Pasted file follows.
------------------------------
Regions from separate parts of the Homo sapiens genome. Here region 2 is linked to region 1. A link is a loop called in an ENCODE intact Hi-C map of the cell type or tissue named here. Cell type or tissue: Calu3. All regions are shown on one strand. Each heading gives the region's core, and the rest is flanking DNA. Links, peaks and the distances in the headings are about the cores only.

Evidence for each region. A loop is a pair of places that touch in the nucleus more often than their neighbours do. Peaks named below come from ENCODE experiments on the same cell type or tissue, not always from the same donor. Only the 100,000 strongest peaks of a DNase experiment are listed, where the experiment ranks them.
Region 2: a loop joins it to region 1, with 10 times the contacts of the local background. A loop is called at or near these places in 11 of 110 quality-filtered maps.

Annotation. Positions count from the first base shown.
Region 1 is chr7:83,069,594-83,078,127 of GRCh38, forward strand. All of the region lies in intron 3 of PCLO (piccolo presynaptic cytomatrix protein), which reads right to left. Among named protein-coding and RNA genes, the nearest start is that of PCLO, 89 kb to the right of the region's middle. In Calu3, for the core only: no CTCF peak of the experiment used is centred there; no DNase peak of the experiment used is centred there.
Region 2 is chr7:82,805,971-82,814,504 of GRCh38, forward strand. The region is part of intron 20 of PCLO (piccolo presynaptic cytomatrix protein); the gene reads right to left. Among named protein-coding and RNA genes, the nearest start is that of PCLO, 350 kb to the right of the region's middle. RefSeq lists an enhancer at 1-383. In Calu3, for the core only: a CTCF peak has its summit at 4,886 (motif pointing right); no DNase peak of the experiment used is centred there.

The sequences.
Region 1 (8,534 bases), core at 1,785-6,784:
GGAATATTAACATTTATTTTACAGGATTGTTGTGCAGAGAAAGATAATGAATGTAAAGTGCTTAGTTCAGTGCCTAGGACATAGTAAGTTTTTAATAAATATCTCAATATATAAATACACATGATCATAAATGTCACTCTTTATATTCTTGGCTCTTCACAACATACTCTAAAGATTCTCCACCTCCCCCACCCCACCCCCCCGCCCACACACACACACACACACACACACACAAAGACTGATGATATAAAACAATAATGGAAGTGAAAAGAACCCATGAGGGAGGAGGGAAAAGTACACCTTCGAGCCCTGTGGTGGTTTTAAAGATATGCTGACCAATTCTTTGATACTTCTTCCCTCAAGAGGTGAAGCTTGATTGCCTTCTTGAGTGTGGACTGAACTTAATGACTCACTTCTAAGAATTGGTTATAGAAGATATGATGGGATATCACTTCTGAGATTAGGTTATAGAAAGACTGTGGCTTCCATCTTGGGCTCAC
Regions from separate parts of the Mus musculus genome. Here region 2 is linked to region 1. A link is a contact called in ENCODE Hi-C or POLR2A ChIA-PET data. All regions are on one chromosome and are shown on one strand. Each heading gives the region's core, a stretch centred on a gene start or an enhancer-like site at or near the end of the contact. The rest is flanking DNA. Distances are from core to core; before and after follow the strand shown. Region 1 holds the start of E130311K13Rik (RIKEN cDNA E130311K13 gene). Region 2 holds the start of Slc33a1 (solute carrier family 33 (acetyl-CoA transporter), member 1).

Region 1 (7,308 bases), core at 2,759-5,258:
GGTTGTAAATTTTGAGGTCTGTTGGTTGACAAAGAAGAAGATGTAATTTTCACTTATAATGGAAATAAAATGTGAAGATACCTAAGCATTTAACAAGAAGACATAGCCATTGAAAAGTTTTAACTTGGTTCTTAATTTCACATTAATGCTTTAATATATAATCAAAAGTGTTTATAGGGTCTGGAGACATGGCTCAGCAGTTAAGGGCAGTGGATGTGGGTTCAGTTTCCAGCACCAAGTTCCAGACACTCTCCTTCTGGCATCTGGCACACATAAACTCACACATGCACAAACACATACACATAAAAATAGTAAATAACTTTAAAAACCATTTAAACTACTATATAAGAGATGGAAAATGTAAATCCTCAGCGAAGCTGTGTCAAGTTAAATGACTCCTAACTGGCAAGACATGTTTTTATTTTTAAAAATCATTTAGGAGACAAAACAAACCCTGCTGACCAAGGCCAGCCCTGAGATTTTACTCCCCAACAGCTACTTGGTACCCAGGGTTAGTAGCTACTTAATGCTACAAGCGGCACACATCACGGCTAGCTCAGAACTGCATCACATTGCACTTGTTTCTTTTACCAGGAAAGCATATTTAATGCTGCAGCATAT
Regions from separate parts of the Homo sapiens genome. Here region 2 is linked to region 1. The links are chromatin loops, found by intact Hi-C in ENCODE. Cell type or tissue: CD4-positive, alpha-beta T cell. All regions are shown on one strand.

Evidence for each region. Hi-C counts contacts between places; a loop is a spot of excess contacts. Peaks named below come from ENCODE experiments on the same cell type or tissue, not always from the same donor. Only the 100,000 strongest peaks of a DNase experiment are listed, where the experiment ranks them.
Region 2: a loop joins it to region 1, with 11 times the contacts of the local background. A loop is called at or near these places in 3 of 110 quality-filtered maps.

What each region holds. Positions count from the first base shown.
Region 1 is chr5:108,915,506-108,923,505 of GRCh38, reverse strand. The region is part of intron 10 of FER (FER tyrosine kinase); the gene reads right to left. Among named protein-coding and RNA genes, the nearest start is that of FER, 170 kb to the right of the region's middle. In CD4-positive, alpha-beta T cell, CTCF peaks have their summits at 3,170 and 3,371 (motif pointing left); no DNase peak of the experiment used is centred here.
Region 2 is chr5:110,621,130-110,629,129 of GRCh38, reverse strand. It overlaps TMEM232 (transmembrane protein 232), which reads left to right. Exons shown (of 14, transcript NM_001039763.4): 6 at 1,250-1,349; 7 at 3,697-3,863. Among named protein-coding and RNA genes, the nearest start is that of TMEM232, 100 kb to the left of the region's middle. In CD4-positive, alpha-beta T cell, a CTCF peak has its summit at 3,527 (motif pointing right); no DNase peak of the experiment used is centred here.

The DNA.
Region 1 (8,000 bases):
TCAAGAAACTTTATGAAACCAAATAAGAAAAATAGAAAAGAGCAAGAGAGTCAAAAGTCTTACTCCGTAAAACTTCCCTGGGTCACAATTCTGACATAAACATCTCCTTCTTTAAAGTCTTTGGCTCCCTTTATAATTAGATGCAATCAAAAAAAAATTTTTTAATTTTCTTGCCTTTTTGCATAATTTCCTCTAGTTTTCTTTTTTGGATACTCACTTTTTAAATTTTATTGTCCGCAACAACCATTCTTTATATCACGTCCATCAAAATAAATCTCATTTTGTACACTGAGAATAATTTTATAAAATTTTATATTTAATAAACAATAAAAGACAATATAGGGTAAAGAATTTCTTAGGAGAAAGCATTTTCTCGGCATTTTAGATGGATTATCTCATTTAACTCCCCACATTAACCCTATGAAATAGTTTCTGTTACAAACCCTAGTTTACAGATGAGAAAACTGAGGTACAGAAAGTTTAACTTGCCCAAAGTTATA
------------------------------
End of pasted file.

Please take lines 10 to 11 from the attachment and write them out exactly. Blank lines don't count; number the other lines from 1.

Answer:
Regions from separate parts of the Mus musculus genome. Here region 2 is linked to region 1. A link is a contact called in ENCODE Hi-C or POLR2A ChIA-PET data. All regions are on one chromosome and are shown on one strand. Each heading gives the region's core, a stretch centred on a gene start or an enhancer-like site at or near the end of the contact. The rest is flanking DNA. Distances are from core to core; before and after follow the strand shown. Region 1 holds the start of E130311K13Rik (RIKEN cDNA E130311K13 gene). Region 2 holds the start of Slc33a1 (solute carrier family 33 (acetyl-CoA transporter), member 1).

Region 1 (7,308 bases), core at 2,759-5,258: